Book Reviews from the Staff of the Poison Pie Publishing House


December 3, 2016
Bestiaries of 2016

A kerchet from Imbelnhi's Bestiary.

As evidence of our fondness for books about beasts, the Poison Pie Publishing House published two bestiaries, The Faerienomicon and A Bestiary of East Tennessee in 2014 and 2015, respectively. In 2016, as part of the PPPH blog, the staff assembled an A Survey of One Hundred Bestiaries. Several of these bestiaries were published in 2016.

As the year draws to a close, we decided to bring to the attention of our readers a couple of our favorite such books published this year. There were numerous excellent candidates to choose from (in stark contrast to our recent presidential election). The two largest publishers of fantasy role-playing games (RPG) each released at least one bestiary in 2016. Volo's Guide to Monsters, published by Wizards of the Coast, was a second manual of monsters for the 5th edition of the world's oldest fantasy RPG, Dungeons & Dragons. (For the curious, this is entry #123 in our survey. Obviously the staff felt compelled to exceed the original mandate of one hundred bestiaries.) The Villain Codex (entry #125 in our survey), produced by Paizo Publishing as part of the Pathfinder RPG, describes associates and practices of twenty villainous organizations, including an arcane society, carnival troupe, diabolical church, merry outlaws and scandalous pirates. Today, one expects a very high standard of quality from these two publishers. These books have excellent production values, including hardback binding, full color interior, illustrations of each entry rendered by a stable of talented freelance artists, visually appealing layout and careful editing. The text in each adheres to the style established for 5th Edition Dungeons & Dragons and Pathfinder respectively. (The excerpts in our survey are an attempt to convey to interested readers these elements for all of the entries.) To be sure, readers will not be disappointed in either of these book of beasts.

The cover of Imbelnhi's Bestiary.

However, we chose neither of these books as our favorite bestiaries published in 2016 because there were two unexpectedly delightful surprises in 2016. The first of these is Imbelnhi's Bestiary (entry #92 in our survey), published by Flying NightBear Games as part of the Beyonder RPG. Imbelnhi's Bestiary is "a traveler's account of our continent and her creatures." This book presents no mere conversion of familiar beasts to an updated edition of rules, nor does it provide "additional descriptive color" to well known creatures. Instead, the entries in this bestiary are newly imagined, such as the kerchet, pictured above and highlighted in the survey. The book is clearly the product of a labor of love. Much care has gone into all aspects of its creation, from the writing to the illustrations to the production of the book in such a way that it brings to mind old leather-bound tomes of yore. If there is a criticism it is that not all of these entries include illustrations.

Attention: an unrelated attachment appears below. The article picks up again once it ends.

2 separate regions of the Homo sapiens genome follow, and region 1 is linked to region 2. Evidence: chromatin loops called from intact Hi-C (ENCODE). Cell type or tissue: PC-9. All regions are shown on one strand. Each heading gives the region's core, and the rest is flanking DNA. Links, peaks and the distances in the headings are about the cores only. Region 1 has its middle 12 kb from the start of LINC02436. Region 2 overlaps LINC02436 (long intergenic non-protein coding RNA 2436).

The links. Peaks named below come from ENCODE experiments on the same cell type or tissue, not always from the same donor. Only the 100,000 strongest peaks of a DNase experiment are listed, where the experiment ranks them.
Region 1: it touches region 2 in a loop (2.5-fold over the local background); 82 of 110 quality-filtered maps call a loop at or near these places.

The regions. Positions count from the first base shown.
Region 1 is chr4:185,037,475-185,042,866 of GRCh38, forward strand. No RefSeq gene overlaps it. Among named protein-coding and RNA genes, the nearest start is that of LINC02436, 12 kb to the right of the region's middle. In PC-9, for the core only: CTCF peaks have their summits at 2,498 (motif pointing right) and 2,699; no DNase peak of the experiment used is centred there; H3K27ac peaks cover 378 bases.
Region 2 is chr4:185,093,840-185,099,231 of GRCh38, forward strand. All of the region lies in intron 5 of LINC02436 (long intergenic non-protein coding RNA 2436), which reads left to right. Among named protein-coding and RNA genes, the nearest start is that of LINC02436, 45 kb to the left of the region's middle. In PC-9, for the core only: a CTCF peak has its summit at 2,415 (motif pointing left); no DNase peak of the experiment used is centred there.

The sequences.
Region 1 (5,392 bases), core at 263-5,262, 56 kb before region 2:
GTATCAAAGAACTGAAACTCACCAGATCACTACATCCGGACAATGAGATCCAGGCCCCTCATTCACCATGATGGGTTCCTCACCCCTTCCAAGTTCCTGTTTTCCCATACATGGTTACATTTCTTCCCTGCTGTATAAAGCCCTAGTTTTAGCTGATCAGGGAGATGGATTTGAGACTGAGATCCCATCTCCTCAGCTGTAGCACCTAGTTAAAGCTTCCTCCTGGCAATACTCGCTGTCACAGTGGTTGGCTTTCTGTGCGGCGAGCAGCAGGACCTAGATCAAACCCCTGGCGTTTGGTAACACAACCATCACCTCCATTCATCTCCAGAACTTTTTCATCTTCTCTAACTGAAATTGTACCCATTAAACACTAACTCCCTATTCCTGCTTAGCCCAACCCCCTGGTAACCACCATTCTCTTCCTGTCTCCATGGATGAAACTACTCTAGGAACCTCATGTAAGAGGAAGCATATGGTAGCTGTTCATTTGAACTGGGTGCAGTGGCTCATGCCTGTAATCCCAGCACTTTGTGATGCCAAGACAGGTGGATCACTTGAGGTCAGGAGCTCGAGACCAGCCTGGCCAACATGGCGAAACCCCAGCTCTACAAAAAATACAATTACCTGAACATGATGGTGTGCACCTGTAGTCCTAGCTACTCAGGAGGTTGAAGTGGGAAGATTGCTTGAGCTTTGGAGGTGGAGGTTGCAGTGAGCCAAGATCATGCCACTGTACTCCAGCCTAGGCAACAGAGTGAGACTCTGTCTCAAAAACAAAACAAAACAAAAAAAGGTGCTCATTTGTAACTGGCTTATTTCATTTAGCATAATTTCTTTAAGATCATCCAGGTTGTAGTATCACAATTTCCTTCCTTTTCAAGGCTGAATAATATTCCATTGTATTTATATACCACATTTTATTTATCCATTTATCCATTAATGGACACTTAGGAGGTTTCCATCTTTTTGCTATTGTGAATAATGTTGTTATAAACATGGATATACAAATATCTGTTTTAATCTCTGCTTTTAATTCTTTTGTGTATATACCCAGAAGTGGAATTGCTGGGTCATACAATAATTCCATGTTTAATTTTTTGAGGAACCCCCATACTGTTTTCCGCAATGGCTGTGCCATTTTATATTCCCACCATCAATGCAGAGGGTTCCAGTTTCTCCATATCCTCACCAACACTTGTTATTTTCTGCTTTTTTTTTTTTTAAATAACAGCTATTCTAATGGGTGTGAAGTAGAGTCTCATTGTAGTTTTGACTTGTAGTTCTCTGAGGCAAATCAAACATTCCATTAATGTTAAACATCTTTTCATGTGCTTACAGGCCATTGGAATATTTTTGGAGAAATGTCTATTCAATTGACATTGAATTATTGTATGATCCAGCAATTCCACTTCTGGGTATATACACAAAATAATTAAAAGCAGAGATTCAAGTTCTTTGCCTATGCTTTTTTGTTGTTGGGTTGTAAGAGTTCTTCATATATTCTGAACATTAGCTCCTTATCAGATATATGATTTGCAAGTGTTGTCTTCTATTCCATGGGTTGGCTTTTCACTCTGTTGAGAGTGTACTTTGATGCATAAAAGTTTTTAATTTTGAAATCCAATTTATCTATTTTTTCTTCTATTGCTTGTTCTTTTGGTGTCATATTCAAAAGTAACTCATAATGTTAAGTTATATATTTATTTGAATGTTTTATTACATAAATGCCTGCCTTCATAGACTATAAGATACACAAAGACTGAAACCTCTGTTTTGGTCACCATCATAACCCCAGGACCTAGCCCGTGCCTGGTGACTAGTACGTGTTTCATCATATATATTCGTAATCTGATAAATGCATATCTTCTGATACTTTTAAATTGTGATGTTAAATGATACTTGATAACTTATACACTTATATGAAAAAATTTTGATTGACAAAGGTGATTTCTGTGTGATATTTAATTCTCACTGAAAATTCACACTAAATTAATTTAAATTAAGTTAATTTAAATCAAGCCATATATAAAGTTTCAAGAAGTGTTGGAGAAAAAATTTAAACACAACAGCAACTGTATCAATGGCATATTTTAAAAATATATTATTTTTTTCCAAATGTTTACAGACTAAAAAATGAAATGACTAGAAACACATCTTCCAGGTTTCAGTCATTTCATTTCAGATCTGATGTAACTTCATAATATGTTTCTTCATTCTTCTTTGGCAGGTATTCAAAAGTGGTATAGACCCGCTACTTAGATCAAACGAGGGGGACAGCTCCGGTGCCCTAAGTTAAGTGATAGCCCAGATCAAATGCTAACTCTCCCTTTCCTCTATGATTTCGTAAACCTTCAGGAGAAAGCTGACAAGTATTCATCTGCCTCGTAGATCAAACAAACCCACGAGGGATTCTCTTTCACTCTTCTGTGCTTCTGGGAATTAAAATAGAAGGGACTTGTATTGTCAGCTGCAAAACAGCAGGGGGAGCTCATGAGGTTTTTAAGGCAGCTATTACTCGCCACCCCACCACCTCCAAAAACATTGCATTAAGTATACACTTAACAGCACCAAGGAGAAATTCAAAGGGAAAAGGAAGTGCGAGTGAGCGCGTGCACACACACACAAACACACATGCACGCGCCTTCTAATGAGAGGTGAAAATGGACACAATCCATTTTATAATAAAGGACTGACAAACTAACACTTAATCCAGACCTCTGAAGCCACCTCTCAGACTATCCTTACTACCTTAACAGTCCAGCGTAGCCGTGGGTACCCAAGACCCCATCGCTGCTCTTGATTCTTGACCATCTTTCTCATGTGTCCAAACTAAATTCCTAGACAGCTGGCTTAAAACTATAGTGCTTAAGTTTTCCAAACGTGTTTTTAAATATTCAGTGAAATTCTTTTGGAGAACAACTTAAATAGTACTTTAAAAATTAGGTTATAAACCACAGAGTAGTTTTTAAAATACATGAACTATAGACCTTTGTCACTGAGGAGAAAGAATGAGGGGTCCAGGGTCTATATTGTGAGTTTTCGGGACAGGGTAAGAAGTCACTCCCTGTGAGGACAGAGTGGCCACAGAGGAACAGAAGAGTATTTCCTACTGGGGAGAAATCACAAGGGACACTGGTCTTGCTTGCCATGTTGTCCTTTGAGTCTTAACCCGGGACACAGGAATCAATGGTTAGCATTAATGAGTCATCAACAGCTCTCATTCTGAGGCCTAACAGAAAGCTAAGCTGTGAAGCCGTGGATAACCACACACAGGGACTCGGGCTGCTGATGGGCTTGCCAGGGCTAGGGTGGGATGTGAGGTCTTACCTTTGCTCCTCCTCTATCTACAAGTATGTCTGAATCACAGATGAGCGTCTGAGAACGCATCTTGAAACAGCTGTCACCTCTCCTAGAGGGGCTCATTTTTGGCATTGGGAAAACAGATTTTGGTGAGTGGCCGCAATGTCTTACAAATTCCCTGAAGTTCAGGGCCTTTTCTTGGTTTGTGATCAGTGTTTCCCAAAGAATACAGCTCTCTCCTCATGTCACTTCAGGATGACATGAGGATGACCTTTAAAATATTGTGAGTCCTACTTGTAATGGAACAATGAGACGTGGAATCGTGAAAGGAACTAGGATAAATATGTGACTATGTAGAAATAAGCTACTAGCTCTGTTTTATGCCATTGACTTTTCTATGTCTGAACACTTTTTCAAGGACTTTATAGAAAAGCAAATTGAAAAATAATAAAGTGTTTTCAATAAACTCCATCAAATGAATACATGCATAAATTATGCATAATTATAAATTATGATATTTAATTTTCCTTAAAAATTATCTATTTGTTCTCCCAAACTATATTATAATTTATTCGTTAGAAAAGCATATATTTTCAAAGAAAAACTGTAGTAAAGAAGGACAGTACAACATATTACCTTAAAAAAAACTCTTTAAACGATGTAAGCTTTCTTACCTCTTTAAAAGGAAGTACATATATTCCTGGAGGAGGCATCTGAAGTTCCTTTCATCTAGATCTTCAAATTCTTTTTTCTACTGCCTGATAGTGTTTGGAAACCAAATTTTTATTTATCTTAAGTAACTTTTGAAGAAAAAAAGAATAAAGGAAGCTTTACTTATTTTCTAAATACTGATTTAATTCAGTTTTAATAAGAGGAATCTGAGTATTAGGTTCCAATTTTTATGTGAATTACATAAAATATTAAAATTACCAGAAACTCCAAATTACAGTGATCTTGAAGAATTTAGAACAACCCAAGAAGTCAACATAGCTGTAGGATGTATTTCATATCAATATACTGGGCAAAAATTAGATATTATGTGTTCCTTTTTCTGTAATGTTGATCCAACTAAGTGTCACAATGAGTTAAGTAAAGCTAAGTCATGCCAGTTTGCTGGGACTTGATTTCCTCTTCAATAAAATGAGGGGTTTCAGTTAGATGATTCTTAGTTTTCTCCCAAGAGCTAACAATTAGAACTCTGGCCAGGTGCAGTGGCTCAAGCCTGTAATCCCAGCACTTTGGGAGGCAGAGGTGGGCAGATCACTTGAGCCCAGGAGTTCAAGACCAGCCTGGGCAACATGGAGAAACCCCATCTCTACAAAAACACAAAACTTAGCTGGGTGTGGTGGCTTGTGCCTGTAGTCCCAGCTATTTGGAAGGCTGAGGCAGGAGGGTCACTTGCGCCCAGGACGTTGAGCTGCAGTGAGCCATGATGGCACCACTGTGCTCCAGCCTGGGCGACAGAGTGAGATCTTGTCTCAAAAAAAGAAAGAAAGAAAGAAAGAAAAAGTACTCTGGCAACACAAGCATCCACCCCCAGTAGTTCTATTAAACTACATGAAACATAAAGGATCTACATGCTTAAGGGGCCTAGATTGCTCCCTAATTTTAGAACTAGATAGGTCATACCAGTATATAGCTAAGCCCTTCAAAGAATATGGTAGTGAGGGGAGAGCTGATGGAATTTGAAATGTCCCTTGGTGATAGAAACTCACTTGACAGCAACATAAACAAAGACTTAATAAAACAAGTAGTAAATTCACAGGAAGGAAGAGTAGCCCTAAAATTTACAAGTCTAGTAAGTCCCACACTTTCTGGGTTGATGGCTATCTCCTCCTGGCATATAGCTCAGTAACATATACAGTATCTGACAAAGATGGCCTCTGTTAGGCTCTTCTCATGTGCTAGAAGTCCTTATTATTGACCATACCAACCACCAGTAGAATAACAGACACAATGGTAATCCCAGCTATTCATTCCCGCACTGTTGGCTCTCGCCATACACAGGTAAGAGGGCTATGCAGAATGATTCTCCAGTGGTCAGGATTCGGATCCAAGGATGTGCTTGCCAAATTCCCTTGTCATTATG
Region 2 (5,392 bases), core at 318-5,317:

The cover of S. Petersen's Field Guide to Lovecraftian Horrors.

The other bestiary of 2016 worthy of special consideration is S. Petersen's Field Guide to Lovecraftian Horrors (entry #110 in our survey), published by Chaosium Inc. as part of the Call of Cthulhu RPG. This field guide is subtitled, A Field Observer's Handbook of Preternatural Entities and Beings from Beyond the Wall of Sleep, and contains entries on fifty-three creatures from the works of H.P. Lovecraft. Sticklers may point out that this book was originally published in December, 2015, but we did not get our hands on a copy until this year, so we are including it as a favorite bestiary of 2016. This book contains all entries from the long out-of-print S. Petersen's Field Guide to Cthulhu Monsters (1988; entry #108) and S. Petersen's Field Guide to Creatures of the Dreamlands (1989; entry #109).

Yog-Sothoth from S. Petersen's Field Guide to Lovecraftian Horrors.

In one sense, this hardcover serves as the long-awaited reissue as the wonderful text of the two original softcover publications is kept. However, the hardcover edition contains all new illustrations. The styles of the illustrations in the original and new editions are completely different. Therefore, we can happily advise others who are fond of the fiction of Lovecraft and/or bestiaries, that the arrival of the new edition does not make the old editions obsolete nor does familiarity of the originals preclude interest in the new release. In this book too, one senses a labor of love by a group of individuals who knew the community had been waiting decades for a hardbound reissue and were determined not to disappoint.